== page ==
For all the hoopla over Barack Obama's post-Iowa bounce, in the end the Democratic primary in New Hampshire turned out to be surprisingly close. This is good news, and not just for Sen. Hillary Rodham Clinton, N.Y. It's good news for the voters in all the other states who haven't yet had a chance to express a preference. The situation is much the same on the other side: John McCain's decisive victory in the Republican primary suggests that the scrambled GOP race will remain scrambled for some time to come.
Sound off on the important issues at
We'll start with the Republican race, because the result in New Hampshire strengthens our hope that voters in November will have two credible, thoughtful nominees from whom to choose.
McCain's unexpected rise from an apparent campaign implosion last summer, along with Mike Huckabee's victory in Iowa last week, illustrates that money can't buy everything in American politics, at least not always.
The substantive positions that McCain brings to the Republican debate also represent a welcome departure from the usual partisan playbook. In a campaign that has reflected some of the uglier aspects of American politics, especially when it comes to immigration, McCain offers a voice of reason tempered by the knowledge that many voters are furious over illegal immigration.
His deep knowledge of foreign affairs, clearheaded approach to the threat of Islamic extremism and unwillingness to abandon his support for the war in Iraq even when it threatened to cost him his bid for the presidency are admirable, as is his unswerving opposition to the use of torture techniques by U.S. personnel. Although we disagree with the Arizona senator on a host of domestic issues, including tax policy, abortion rights and gay rights, his willingness to take on such issues as climate change and campaign finance reform - neither of which were particularly popular with his party - reflects well on his character and judgment. The Republican race remains far from settled, but having McCain in the fray as a credible candidate is a development to be cheered.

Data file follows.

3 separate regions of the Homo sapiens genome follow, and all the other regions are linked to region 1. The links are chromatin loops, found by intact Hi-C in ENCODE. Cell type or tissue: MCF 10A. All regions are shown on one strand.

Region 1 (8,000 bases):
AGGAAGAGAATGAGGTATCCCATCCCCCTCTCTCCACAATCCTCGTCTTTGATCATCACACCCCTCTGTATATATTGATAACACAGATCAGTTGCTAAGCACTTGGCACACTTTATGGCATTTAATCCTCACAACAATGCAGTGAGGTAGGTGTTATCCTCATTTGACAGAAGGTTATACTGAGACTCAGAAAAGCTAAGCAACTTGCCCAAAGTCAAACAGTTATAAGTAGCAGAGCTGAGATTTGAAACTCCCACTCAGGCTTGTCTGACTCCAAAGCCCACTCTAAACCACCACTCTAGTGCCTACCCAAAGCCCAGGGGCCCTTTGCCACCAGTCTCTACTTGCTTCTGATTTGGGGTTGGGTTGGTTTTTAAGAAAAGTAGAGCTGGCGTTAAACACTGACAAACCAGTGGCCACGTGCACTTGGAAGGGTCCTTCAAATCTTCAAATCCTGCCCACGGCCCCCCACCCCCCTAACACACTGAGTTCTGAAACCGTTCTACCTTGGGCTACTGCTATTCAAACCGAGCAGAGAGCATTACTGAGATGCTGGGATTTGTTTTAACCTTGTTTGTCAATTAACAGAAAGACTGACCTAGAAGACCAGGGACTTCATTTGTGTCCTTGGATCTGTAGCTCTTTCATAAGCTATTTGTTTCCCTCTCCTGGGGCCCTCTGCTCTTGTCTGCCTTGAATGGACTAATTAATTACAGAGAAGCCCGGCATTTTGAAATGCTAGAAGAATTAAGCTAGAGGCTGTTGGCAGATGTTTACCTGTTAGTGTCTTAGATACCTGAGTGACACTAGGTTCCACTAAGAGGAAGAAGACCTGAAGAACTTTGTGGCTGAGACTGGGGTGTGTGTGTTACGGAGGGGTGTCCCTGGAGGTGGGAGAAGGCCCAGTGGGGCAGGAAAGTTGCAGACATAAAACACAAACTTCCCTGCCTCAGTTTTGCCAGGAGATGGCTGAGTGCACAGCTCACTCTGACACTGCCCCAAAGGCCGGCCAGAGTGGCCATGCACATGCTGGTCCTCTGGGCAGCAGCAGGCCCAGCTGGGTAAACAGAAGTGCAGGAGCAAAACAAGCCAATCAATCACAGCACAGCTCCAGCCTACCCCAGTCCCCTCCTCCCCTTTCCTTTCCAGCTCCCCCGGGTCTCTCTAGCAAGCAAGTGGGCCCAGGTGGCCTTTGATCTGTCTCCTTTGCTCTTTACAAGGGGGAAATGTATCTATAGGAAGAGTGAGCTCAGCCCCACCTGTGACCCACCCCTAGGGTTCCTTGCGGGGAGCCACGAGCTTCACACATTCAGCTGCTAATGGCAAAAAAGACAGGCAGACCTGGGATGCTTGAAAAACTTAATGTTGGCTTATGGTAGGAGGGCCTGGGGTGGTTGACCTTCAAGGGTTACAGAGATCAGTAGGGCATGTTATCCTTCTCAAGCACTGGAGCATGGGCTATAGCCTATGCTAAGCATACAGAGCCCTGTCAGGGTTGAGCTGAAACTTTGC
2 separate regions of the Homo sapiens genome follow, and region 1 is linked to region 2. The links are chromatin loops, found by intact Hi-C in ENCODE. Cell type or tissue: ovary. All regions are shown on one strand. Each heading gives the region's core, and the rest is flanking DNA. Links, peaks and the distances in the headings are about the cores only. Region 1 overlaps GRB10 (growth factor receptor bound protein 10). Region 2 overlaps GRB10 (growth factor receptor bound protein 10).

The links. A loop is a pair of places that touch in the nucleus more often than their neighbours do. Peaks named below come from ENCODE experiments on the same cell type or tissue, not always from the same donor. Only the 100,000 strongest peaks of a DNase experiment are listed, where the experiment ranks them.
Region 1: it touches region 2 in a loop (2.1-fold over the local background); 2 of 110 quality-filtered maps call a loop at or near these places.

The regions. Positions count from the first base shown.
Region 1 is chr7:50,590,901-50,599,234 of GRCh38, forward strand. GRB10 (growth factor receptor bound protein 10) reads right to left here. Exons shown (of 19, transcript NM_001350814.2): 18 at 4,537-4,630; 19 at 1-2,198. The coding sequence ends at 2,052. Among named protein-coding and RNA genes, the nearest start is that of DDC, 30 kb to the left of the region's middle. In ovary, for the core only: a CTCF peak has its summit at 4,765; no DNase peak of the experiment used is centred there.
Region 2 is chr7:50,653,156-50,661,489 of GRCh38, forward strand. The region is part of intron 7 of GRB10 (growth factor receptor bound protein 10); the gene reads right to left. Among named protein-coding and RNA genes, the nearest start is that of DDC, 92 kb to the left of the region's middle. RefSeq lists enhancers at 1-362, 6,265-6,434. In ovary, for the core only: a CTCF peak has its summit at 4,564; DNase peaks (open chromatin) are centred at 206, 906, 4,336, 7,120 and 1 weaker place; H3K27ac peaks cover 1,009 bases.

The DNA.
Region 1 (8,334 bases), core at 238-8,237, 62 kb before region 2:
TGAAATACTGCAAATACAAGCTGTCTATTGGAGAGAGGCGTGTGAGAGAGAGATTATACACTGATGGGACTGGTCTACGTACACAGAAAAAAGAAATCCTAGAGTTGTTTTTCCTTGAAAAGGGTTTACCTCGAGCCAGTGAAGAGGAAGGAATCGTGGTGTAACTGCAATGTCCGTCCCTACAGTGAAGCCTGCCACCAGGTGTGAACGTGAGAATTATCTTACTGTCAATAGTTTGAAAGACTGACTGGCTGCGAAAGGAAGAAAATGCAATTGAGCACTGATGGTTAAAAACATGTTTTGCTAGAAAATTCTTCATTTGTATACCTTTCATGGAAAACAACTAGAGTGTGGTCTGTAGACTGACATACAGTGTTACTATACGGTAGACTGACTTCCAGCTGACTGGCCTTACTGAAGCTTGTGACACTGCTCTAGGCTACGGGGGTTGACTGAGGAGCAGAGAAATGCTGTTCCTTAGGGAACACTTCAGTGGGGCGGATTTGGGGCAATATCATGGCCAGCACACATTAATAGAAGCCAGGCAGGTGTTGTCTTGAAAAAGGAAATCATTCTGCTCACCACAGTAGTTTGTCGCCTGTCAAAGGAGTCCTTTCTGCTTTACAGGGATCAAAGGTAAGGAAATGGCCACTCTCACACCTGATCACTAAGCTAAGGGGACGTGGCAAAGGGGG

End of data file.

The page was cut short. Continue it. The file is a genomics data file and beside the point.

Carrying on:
The Democratic contest had been threatening to unfold with unsettling velocity. But New Hampshire applied a useful brake, giving more voters a chance to weigh in. The senator from Illinois is an impressive man whose rhetoric of inclusive post-partisanship helped inspire high turnout in Iowa and New Hampshire. He has tapped into a deep vein of dissatisfaction among voters with the status quo under President Bush, and his success also reflects unease among many over the perceived divisiveness of Clinton and the restoration of a Clinton presidency.
Yet Obama has a worthy opponent in Clinton, who would bring to the presidency valuable experience, both in the White House and the Senate, that has given her a sophisticated understanding of the dangers and opportunities the United States faces in the world. Her policy positions overlap with Obama's more than they differ, but the differences aren't inconsequential, especially in foreign affairs, where Clinton has had the more sophisticated approach to how to deal with Iraq and other danger zones. The contrast between her experience and his inspiration opens a legitimate and important debate. It's good that more voters will have a chance to weigh in.